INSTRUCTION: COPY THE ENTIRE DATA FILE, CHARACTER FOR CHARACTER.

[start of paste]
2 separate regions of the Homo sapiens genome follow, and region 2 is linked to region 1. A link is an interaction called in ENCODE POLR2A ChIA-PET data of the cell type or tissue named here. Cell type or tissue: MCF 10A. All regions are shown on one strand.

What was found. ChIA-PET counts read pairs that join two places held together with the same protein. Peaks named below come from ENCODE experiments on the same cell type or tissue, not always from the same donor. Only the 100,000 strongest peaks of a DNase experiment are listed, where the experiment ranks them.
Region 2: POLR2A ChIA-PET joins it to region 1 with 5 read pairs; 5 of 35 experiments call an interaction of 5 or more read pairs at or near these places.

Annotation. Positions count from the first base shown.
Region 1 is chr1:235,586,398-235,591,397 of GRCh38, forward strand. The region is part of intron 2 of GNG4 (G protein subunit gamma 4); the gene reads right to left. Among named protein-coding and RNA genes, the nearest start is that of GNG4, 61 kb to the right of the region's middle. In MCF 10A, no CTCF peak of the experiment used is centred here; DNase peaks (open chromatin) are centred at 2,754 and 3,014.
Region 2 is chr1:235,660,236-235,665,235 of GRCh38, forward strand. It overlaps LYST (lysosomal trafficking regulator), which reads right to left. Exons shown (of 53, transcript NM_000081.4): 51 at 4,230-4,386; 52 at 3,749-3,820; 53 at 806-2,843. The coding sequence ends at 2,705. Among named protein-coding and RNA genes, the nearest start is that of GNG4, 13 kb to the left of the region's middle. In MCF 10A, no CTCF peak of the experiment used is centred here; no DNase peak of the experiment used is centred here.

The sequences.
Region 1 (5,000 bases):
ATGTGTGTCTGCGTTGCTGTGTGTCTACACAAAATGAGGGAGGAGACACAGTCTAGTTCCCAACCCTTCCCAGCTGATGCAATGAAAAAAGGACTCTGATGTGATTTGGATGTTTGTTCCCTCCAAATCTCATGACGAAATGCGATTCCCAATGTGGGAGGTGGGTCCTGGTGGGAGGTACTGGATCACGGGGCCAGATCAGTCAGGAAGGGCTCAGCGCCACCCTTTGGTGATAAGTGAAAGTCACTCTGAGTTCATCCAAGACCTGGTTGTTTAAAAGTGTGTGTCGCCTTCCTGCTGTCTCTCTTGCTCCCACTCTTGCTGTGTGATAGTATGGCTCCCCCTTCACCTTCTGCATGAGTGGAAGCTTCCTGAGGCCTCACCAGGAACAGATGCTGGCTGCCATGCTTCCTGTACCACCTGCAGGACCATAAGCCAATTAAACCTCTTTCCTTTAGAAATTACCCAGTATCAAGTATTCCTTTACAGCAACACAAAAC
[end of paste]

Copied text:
2 separate regions of the Homo sapiens genome follow, and region 2 is linked to region 1. A link is an interaction called in ENCODE POLR2A ChIA-PET data of the cell type or tissue named here. Cell type or tissue: MCF 10A. All regions are shown on one strand.

What was found. ChIA-PET counts read pairs that join two places held together with the same protein. Peaks named below come from ENCODE experiments on the same cell type or tissue, not always from the same donor. Only the 100,000 strongest peaks of a DNase experiment are listed, where the experiment ranks them.
Region 2: POLR2A ChIA-PET joins it to region 1 with 5 read pairs; 5 of 35 experiments call an interaction of 5 or more read pairs at or near these places.

Annotation. Positions count from the first base shown.
Region 1 is chr1:235,586,398-235,591,397 of GRCh38, forward strand. The region is part of intron 2 of GNG4 (G protein subunit gamma 4); the gene reads right to left. Among named protein-coding and RNA genes, the nearest start is that of GNG4, 61 kb to the right of the region's middle. In MCF 10A, no CTCF peak of the experiment used is centred here; DNase peaks (open chromatin) are centred at 2,754 and 3,014.
Region 2 is chr1:235,660,236-235,665,235 of GRCh38, forward strand. It overlaps LYST (lysosomal trafficking regulator), which reads right to left. Exons shown (of 53, transcript NM_000081.4): 51 at 4,230-4,386; 52 at 3,749-3,820; 53 at 806-2,843. The coding sequence ends at 2,705. Among named protein-coding and RNA genes, the nearest start is that of GNG4, 13 kb to the left of the region's middle. In MCF 10A, no CTCF peak of the experiment used is centred here; no DNase peak of the experiment used is centred here.

The sequences.
Region 1 (5,000 bases):
ATGTGTGTCTGCGTTGCTGTGTGTCTACACAAAATGAGGGAGGAGACACAGTCTAGTTCCCAACCCTTCCCAGCTGATGCAATGAAAAAAGGACTCTGATGTGATTTGGATGTTTGTTCCCTCCAAATCTCATGACGAAATGCGATTCCCAATGTGGGAGGTGGGTCCTGGTGGGAGGTACTGGATCACGGGGCCAGATCAGTCAGGAAGGGCTCAGCGCCACCCTTTGGTGATAAGTGAAAGTCACTCTGAGTTCATCCAAGACCTGGTTGTTTAAAAGTGTGTGTCGCCTTCCTGCTGTCTCTCTTGCTCCCACTCTTGCTGTGTGATAGTATGGCTCCCCCTTCACCTTCTGCATGAGTGGAAGCTTCCTGAGGCCTCACCAGGAACAGATGCTGGCTGCCATGCTTCCTGTACCACCTGCAGGACCATAAGCCAATTAAACCTCTTTCCTTTAGAAATTACCCAGTATCAAGTATTCCTTTACAGCAACACAAAAC